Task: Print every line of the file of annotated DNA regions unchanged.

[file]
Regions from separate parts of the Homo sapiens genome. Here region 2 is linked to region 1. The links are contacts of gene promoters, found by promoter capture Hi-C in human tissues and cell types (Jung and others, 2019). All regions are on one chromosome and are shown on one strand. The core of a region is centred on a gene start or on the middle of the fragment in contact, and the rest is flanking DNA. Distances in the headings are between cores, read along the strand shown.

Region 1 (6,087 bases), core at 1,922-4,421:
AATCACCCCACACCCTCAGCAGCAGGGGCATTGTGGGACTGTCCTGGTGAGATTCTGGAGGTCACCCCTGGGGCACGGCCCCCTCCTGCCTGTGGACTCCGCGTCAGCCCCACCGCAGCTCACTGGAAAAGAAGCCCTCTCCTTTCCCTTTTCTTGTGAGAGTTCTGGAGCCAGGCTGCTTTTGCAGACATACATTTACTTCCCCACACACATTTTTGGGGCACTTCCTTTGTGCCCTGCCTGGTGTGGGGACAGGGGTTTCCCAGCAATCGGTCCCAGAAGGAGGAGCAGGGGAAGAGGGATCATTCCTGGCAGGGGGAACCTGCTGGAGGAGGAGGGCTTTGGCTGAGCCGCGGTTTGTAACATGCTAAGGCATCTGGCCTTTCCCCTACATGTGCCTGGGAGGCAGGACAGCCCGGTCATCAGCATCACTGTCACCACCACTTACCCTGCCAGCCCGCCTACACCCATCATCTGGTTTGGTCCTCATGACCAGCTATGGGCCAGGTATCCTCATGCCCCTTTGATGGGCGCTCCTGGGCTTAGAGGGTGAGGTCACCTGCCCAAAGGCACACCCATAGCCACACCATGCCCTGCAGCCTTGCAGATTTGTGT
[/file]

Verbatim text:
Regions from separate parts of the Homo sapiens genome. Here region 2 is linked to region 1. The links are contacts of gene promoters, found by promoter capture Hi-C in human tissues and cell types (Jung and others, 2019). All regions are on one chromosome and are shown on one strand. The core of a region is centred on a gene start or on the middle of the fragment in contact, and the rest is flanking DNA. Distances in the headings are between cores, read along the strand shown.

Region 1 (6,087 bases), core at 1,922-4,421:
AATCACCCCACACCCTCAGCAGCAGGGGCATTGTGGGACTGTCCTGGTGAGATTCTGGAGGTCACCCCTGGGGCACGGCCCCCTCCTGCCTGTGGACTCCGCGTCAGCCCCACCGCAGCTCACTGGAAAAGAAGCCCTCTCCTTTCCCTTTTCTTGTGAGAGTTCTGGAGCCAGGCTGCTTTTGCAGACATACATTTACTTCCCCACACACATTTTTGGGGCACTTCCTTTGTGCCCTGCCTGGTGTGGGGACAGGGGTTTCCCAGCAATCGGTCCCAGAAGGAGGAGCAGGGGAAGAGGGATCATTCCTGGCAGGGGGAACCTGCTGGAGGAGGAGGGCTTTGGCTGAGCCGCGGTTTGTAACATGCTAAGGCATCTGGCCTTTCCCCTACATGTGCCTGGGAGGCAGGACAGCCCGGTCATCAGCATCACTGTCACCACCACTTACCCTGCCAGCCCGCCTACACCCATCATCTGGTTTGGTCCTCATGACCAGCTATGGGCCAGGTATCCTCATGCCCCTTTGATGGGCGCTCCTGGGCTTAGAGGGTGAGGTCACCTGCCCAAAGGCACACCCATAGCCACACCATGCCCTGCAGCCTTGCAGATTTGTGT